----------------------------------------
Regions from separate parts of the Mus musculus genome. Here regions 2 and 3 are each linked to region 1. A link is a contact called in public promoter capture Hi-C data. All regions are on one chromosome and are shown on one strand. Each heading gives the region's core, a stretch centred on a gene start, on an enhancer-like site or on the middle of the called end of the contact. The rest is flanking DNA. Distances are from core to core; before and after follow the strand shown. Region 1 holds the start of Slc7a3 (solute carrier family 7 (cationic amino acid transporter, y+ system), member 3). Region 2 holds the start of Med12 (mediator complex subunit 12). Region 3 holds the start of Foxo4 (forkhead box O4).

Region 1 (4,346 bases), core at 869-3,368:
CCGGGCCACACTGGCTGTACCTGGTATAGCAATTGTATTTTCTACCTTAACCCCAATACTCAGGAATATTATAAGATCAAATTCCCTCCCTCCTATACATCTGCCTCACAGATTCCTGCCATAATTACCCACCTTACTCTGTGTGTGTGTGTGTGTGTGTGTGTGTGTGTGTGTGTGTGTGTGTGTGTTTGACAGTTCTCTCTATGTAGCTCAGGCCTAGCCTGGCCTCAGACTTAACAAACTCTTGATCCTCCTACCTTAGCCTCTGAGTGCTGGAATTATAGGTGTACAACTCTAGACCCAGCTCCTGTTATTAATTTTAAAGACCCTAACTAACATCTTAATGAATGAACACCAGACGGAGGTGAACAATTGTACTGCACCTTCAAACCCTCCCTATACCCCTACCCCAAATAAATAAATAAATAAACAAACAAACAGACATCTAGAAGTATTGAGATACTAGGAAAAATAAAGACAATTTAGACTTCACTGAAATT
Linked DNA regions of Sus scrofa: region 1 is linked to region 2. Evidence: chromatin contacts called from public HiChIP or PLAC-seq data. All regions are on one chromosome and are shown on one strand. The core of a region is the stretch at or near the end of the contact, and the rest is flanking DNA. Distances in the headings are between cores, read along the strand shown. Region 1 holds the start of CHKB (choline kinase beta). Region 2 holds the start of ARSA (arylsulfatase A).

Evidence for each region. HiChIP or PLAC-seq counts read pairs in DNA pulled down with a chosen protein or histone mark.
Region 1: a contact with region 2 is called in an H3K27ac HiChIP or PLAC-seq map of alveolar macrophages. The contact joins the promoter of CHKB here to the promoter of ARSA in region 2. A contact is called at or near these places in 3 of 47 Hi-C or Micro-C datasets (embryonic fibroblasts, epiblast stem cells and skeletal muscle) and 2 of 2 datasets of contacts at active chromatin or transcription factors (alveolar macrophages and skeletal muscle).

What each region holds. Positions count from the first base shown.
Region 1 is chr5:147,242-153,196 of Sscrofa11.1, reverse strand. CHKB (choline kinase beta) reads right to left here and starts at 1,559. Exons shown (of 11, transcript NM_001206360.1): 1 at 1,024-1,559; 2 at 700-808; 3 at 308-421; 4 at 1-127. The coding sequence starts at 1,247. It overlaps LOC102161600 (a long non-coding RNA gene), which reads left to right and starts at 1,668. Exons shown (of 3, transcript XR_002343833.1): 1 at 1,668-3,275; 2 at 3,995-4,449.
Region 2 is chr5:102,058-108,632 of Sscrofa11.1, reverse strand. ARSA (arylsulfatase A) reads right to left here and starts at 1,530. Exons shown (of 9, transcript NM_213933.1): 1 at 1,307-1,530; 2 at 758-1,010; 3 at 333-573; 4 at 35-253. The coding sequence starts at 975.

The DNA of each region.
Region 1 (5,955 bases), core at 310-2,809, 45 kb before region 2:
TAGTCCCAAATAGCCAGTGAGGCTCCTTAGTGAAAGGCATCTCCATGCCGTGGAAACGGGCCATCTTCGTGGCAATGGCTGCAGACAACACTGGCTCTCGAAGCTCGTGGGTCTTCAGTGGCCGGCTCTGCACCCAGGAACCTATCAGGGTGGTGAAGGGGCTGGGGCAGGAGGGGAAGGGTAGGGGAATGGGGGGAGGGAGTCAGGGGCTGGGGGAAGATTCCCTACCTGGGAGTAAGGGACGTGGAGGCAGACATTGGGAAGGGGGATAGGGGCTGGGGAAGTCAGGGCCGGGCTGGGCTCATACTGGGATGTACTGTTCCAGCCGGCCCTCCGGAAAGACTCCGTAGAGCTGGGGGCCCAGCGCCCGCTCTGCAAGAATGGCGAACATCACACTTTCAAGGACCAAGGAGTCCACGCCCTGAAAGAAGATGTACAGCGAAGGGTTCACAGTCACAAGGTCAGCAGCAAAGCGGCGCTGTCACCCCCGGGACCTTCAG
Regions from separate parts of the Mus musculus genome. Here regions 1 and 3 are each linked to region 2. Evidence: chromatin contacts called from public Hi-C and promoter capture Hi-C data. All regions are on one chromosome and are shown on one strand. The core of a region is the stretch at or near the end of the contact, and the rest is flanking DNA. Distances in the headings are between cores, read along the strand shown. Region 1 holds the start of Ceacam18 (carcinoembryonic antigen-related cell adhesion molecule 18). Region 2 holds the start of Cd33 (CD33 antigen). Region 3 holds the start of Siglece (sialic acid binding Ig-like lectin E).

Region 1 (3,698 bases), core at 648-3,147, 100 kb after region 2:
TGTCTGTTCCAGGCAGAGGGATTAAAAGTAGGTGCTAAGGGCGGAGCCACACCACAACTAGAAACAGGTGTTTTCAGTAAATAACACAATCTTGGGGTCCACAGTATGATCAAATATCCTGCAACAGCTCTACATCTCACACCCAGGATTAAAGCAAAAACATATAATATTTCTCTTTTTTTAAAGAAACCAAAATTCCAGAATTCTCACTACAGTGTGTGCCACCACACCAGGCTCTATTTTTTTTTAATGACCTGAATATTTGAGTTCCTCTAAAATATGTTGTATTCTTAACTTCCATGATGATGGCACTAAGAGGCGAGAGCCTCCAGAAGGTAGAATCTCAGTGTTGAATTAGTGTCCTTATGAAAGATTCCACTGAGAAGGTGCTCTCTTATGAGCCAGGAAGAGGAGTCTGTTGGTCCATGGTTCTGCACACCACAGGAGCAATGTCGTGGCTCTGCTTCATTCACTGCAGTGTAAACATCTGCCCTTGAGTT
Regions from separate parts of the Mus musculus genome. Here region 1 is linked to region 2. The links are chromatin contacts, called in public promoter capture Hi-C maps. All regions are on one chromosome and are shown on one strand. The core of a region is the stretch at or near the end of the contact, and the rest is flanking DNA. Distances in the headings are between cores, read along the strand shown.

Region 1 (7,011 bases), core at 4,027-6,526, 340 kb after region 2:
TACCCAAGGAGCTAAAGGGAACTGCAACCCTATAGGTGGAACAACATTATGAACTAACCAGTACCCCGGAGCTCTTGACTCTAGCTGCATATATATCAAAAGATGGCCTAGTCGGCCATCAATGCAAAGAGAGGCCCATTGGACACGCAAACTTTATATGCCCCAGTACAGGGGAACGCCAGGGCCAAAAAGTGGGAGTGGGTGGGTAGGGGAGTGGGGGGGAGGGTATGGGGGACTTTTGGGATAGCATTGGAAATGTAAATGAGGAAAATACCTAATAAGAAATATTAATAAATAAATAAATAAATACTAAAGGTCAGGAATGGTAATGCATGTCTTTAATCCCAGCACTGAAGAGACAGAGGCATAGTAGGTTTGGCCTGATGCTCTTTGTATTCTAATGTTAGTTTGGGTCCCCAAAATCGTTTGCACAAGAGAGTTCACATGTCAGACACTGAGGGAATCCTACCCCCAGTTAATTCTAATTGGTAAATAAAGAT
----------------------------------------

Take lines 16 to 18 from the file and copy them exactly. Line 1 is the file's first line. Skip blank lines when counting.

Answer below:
Regions from separate parts of the Mus musculus genome. Here region 1 is linked to region 2. The links are chromatin contacts, called in public promoter capture Hi-C maps. All regions are on one chromosome and are shown on one strand. The core of a region is the stretch at or near the end of the contact, and the rest is flanking DNA. Distances in the headings are between cores, read along the strand shown.

Region 1 (7,011 bases), core at 4,027-6,526, 340 kb after region 2:
TACCCAAGGAGCTAAAGGGAACTGCAACCCTATAGGTGGAACAACATTATGAACTAACCAGTACCCCGGAGCTCTTGACTCTAGCTGCATATATATCAAAAGATGGCCTAGTCGGCCATCAATGCAAAGAGAGGCCCATTGGACACGCAAACTTTATATGCCCCAGTACAGGGGAACGCCAGGGCCAAAAAGTGGGAGTGGGTGGGTAGGGGAGTGGGGGGGAGGGTATGGGGGACTTTTGGGATAGCATTGGAAATGTAAATGAGGAAAATACCTAATAAGAAATATTAATAAATAAATAAATAAATACTAAAGGTCAGGAATGGTAATGCATGTCTTTAATCCCAGCACTGAAGAGACAGAGGCATAGTAGGTTTGGCCTGATGCTCTTTGTATTCTAATGTTAGTTTGGGTCCCCAAAATCGTTTGCACAAGAGAGTTCACATGTCAGACACTGAGGGAATCCTACCCCCAGTTAATTCTAATTGGTAAATAAAGAT